Again, he prevented the union of General Lapisse from Castille with Marshal Soult at Oporto.' Sir R. Wilson's corps, as we have stated, did not amount to so many as 800 men. General Lapisse had from 4000 to 5000, and Marshal Soult about 22,000. Are we reading the campaign of Cortez among the naked Mexicans ? or what tribute of admiration can be too great for that generalship which, without any superiority either of arms or discipline, could thus render numbers not only comparatively but absolutely unimportant! But can Sir R. Wilson have forgotten what actually took place when General Lapisse advanced towards Portugal? Can it have escaped his memory that after a skirmish at the strong pass of Barba del Puerco, he very properly and judiciously threw himself into Ciudad Rodrigo; and, instead of being able to protect these fortresses, sought protection for himself and his corps within the walls of one of them ?-or, with all the activity which so eminently belongs to Sir R. Wilson, or even with the ubiquity which is implied in this statement, will he say that, while locked up in Ciudad Rodrigo, he was the cause of Almeida being saved ?-or that, while thus situated, he could impede any junction or paralyze any operation which Generals Lapisse and Soult might have judged expedient? But, at least,' it will doubtless be contended, he saved the town within whose walls he found a shelter.' We have no wish to deprive him of any possible merit of this kind: but the degree of such merit must depend on the extent of the danger to which the place was exposed; and we have good reason to believe that General Lapisse had neither the means nor the inclination to attack it. His object was a junction with Marshal Victor. That object he effected without molestation, and it was only in passing that he tried the effect of a summons on Ciudad Rodrigo.
But what shall we say to the gallant general's next assertion, that he suspended the evacuation of Lisbon until the arrival of Sir A. Wellesley with fresh troops from England ? That all dates should VOL. XIX. NO. XXXVII.
here, as elsewhere, be omitted, is no fresh cause of wonder :* but it is really something singular that, during the only period to which, as we conceive, he can refer, there were never less than 12,000 or 15,000 British troops in Portugal, while the new organization of the Portugueze army was already in its progress. Whether there were any persons (excepting always the English opposition) who, under such circumstances, contemplated the evacuation of Lisbon, we cannot say: but certain it is that the British army, instead of making any preparations for such a measure, were, at the moment of Sir Arthur Wellesley's arrival, already advanced about eighty miles, from Lisbon towards Oporto, to Leiria and Thomar. And it is also somewhat singular that the same person in authority at a distance,' (which may be Englished by saying the commander of the forces,) should have, at one moment, esteemed Sir Robert Wilson's corps so nugatory as to desire its commander “to quit and consult his own safety, and at the next, should derive from its existence, at the distance of three hundred miles, a degree of confidence with which he was not inspired by a strong British force under his command, and the honour of the British name under his guardianship. Above all, however, Sir Robert Wilson has strangely forgotten, that, when, at last, Sir Arthur Wellesley came, he absolutely brought no troops with him : that he was immediately followed by no more than a single regiment of cavalry,—and that the glorious passage of the Douro, and the expulsion of Marshal Soult with 02,000 French from Oporto, were effected with that very army wbich, but for the magical effect of Sir Robert Wilson's manoeuvres, would have fled from Portugal without striking a blow!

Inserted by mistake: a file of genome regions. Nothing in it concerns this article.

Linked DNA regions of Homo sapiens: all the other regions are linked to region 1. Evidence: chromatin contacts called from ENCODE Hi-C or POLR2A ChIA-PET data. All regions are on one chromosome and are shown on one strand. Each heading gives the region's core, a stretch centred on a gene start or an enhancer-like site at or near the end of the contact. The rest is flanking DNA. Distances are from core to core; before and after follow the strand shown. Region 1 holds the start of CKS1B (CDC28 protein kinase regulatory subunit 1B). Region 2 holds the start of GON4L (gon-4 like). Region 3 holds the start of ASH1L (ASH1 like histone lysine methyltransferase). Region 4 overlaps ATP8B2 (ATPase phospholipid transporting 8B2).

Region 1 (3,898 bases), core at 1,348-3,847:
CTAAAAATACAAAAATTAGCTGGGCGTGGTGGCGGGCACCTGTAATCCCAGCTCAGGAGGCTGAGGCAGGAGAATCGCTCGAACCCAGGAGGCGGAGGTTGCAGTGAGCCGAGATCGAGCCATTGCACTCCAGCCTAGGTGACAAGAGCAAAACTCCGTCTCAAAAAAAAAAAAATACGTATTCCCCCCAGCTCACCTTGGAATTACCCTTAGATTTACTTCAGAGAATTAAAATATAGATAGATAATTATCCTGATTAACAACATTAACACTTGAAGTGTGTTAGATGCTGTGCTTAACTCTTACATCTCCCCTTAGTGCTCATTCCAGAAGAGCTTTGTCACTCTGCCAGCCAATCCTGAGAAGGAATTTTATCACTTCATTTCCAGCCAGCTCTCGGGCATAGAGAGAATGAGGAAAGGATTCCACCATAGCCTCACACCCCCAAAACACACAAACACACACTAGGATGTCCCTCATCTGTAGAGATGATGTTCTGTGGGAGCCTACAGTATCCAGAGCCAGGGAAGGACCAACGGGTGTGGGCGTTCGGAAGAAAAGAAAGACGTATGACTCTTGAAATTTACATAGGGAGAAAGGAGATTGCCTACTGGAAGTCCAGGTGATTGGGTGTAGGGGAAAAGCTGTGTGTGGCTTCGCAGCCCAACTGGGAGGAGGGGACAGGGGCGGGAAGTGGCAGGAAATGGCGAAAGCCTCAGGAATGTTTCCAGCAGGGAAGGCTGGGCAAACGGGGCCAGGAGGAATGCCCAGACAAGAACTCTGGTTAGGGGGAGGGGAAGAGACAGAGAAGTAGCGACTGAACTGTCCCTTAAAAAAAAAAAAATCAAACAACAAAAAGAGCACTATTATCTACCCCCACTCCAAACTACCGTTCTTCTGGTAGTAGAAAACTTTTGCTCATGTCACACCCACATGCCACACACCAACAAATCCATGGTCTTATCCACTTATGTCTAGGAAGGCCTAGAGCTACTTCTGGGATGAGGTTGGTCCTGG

But these are not the only, we may say, these are not the greatest merits laid claim to by Sir Robert Wilson's corps. The disci. pline,' he says, “and the organization which had been commenced in my legion were successfully introduced into the whole army by Marshal Beresford.'—p. 9.
We are sorry to observe, that this is not the first attempt which has been made to deprive that officer, to whom Portugal owes ber military character, of the merits which are exclusively his own; and we are, therefore, the more anxious to remind Sir Robert that so far was that officer from building on his foundation, or adopting on a larger scale the system of organization previously applied to his legion, that the first act of General Beresford was to change it altogether, and, in fact, to break up the corps whose claims we are now
We really must be excused for expressing a hope that, if Sir R. Wilson should be pleased to favour the public with any further communications on the merits of his services, he would condescend to specify the time, the place, the duration, and the result of each affair, respectively, and not compel us to explore our way through such an indistinct and dateless narrative, as (with one exception) it has here been our duty to review.